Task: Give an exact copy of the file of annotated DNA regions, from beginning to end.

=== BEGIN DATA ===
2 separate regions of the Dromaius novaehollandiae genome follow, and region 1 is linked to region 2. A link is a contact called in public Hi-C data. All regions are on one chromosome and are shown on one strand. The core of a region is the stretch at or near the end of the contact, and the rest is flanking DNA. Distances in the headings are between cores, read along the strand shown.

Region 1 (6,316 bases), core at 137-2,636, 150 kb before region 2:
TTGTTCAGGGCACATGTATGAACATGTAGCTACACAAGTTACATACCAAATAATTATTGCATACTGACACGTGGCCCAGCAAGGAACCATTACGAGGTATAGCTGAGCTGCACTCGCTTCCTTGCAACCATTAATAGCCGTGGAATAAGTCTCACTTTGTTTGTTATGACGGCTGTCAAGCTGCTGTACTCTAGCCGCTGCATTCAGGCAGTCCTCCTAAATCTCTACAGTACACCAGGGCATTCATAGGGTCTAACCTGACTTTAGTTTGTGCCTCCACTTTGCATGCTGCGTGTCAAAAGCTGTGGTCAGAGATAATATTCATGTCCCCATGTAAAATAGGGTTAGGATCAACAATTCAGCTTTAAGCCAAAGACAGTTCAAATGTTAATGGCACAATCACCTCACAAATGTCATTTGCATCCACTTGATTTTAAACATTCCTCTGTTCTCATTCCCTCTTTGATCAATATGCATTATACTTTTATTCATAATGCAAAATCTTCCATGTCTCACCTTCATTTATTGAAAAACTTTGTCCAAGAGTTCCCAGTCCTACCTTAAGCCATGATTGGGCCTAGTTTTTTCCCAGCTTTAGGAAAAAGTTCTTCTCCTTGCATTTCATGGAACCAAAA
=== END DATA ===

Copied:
2 separate regions of the Dromaius novaehollandiae genome follow, and region 1 is linked to region 2. A link is a contact called in public Hi-C data. All regions are on one chromosome and are shown on one strand. The core of a region is the stretch at or near the end of the contact, and the rest is flanking DNA. Distances in the headings are between cores, read along the strand shown.

Region 1 (6,316 bases), core at 137-2,636, 150 kb before region 2:
TTGTTCAGGGCACATGTATGAACATGTAGCTACACAAGTTACATACCAAATAATTATTGCATACTGACACGTGGCCCAGCAAGGAACCATTACGAGGTATAGCTGAGCTGCACTCGCTTCCTTGCAACCATTAATAGCCGTGGAATAAGTCTCACTTTGTTTGTTATGACGGCTGTCAAGCTGCTGTACTCTAGCCGCTGCATTCAGGCAGTCCTCCTAAATCTCTACAGTACACCAGGGCATTCATAGGGTCTAACCTGACTTTAGTTTGTGCCTCCACTTTGCATGCTGCGTGTCAAAAGCTGTGGTCAGAGATAATATTCATGTCCCCATGTAAAATAGGGTTAGGATCAACAATTCAGCTTTAAGCCAAAGACAGTTCAAATGTTAATGGCACAATCACCTCACAAATGTCATTTGCATCCACTTGATTTTAAACATTCCTCTGTTCTCATTCCCTCTTTGATCAATATGCATTATACTTTTATTCATAATGCAAAATCTTCCATGTCTCACCTTCATTTATTGAAAAACTTTGTCCAAGAGTTCCCAGTCCTACCTTAAGCCATGATTGGGCCTAGTTTTTTCCCAGCTTTAGGAAAAAGTTCTTCTCCTTGCATTTCATGGAACCAAAA